3. Maybe Western Christianity would not be so afraid of the discomfort of illiteracy if we dealt with our unhealthy issues with emotion, particularly negative emotion. For all the hymns and praise songs that are based on the Psalms (a perdurable argument for both sides of the fence), there is a definite paucity when it comes to themes of rage, despair, or grief. These are raw expressions of a worshiping soul that is in the midst of struggling with what one could call an illiteracy with human existence. Few churches dare to allow these thoughts into their hallowed doors. The Man of Sorrows (a frightfully passionate person who felt the entire gamut of human feelings) might be frustrated by our emotionally narrow view of "praise". (On the other hand, depression and self-abnegation are not Christian virtues. This is a very easy path for religion to take, but it ends up, in my opinion, replacing looking for God and being honest with our present state of being with ignoring Him in favor of licking old wounds and focusing on failure, both ours and that of everyone around us.)
Those are my thoughts. 


Goetz's Piano Quintet: Gotta Have That Bass

The term "piano quintet" actually designates a variety of five-person ensemble combinations. As mentioned earlier, by far the most standard group involves piano + string quartet or piano-violin-violin-viola-cello. However, other groupings are possible: piano-violin-viola-viola-cello (Paul Juon), piano-violin-viola-cello-cello (Henri-Jean Rigel), piano-oboe-violin-viola-cello (Théodore Dubois), piano-flute-clarinet-bassoon-horn (Nikolai Rimsky-Korsakov), piano-clarinet-horn-violin-cello (Zdeněk Fibich), piano-oboe-clarinet-bassoon-horn (Beethoven), etc.

The standard ensemble of piano + string quartet has the advantage of matching the piano's wide range with four instruments that cover the same tonal space... almost. Truth be told, the piano actually goes more than an octave lower than the lowest note on the cello. A handful of composers have apparently felt that the strings should match the piano in the lower regions, and so have written piano quintets for piano-violin-viola-cello-double bass.

Herman Goetz (1840-1876)... I'm drawing a blank on some sort of beard-related joke. Come up with your own!

Herman Goetz was a German-Swiss composer who wrote such a quintet. Take a listen to the opening of the first movement. Throughout the sombre, moiling introduction, you may be able to detect the double bass grumbling along down below. Then, at 1:34, the mood changes... (I'd suggest listening at least until 3:41, when we hit the repeat sign.)

The drama promised and forewarned in the slow introduction, bursts from its proverbial dam and flows along "Allegro con fuoco", lively and with fire! Weeeeeee! In those downward, scalar gestures that begin the section, you can really hear the double bass go. To my ears it adds serious "heft", a word I use for the sense of weight being heaved about, but also for the sort of raspy, onomatopoeic quality you hear when the double bass bow digs into the strings. This instrument reminds you that bowed string instruments make their sound by rubbing or scraping wires, hairs, guts, or other strings perpendicularly against each other, a fact that the melodiousness of the violin, viola, and even cello seem to mask.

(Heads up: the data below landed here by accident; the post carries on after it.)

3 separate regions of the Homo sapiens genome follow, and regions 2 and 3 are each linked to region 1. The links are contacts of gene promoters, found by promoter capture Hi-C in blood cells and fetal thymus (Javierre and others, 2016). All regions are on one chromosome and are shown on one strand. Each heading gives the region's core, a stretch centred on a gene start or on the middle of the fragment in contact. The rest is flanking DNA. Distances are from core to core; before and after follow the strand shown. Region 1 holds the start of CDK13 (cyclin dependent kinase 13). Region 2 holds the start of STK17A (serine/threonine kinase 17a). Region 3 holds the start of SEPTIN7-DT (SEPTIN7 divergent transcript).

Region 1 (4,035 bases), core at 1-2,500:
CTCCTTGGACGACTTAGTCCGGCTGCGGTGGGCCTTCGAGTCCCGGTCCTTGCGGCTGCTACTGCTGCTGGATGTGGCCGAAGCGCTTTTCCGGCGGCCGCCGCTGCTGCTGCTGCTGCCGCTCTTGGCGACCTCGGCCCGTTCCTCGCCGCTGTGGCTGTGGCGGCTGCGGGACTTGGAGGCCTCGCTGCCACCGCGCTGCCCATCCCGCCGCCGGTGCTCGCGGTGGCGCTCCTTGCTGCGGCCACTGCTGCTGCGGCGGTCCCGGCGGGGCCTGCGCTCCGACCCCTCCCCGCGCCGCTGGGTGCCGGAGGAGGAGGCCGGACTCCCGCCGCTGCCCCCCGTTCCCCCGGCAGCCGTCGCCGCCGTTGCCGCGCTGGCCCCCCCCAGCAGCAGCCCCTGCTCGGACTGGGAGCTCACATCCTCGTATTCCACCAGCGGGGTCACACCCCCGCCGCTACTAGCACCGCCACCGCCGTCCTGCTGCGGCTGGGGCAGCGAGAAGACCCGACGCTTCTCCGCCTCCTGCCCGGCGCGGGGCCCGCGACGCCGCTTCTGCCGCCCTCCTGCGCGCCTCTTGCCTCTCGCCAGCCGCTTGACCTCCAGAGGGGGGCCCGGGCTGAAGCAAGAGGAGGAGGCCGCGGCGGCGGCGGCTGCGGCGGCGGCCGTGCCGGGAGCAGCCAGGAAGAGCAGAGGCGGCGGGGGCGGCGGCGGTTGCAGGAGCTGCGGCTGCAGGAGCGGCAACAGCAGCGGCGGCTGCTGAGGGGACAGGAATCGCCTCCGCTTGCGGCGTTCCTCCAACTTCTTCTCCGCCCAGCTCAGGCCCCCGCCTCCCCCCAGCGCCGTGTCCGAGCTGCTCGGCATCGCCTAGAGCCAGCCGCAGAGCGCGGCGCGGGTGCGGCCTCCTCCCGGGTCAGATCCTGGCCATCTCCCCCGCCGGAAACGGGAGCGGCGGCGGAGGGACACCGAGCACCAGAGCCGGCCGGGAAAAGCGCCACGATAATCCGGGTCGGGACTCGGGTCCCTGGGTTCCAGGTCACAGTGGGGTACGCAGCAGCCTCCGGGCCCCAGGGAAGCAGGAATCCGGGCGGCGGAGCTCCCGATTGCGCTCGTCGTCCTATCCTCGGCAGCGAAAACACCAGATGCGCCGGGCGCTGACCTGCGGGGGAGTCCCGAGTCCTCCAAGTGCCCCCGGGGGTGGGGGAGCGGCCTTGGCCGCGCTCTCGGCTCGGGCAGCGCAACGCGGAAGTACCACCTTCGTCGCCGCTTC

One more example: here's the last movement, a sprightly yet still hefty sort of dance. The double bass has some great moments, adding some weight to the section marked "pesante" or ponderous at 0:37 (which is an interesting juxtaposition of weightiness and dancing rhythms), doubling the cello at the octave in the fugal section (starting 1:33, bass in at 1:41ish), the weird, trembling fade out at 2:55, and of course, the killer dash to the ending starting at 4:40.

Check out the other movements as well! Have a grounded, bass-heavy day!


Arensky's Piano Quintet: [BONUS] Creepy Waltz

I didn't do anything for Halloween this year. Penny, while adorable in her owl costume, is not big on knocking on strangers' doors nor on eating candy with her baby teeth. Plus, Jess and I consider the day only an annoying, loud, orange-and-black stepping stone to Thanksgiving, Fall's real holiday. #hewentthere #nohalloweenspirit #oldfogy

Hocus Pocus (1993), a movie that may have inspired me to love books with unhealthy intensity.

However, I'll give a nod to Halloween with this little "trick and treat" (see what I did there?): a spooky waltz from Arensky's Piano Quintet. Now, I already did a post on this composition where I talked about the fugue theme from the final movement. But I couldn't pass up this fascinating moment in the midst of the second movement. This movement is a Theme and Variations, meaning, you hear a theme at the beginning and then the rest of the piece is reiterations of that theme varied in a variety of various ways. It's like someone trying on different costumes, one after the other (not unlike a picky Halloween-er).

Press play. Listen up to 0:31. That melody in the first violin is the Theme. (It's actually a French folk song from maybe the 1400s called Sur le pont d'Avignon, j'ai ouï chanter la belle.) If you keep listening after that, the piano enters, playing the theme quite clearly and prominently, and constituting the First Variation. Et cetera. Et cetera.

Now check out the Sixth Variation. It starts around 3:16. The meter has now changed from duple to triple, as heard in the "oom-pah-pah" accompaniment in the piano and pizzicato cello. Meanwhile, the piano's upper part gracefully glides about like a solitary ballroom dancer. The effect is actually rather pleasant...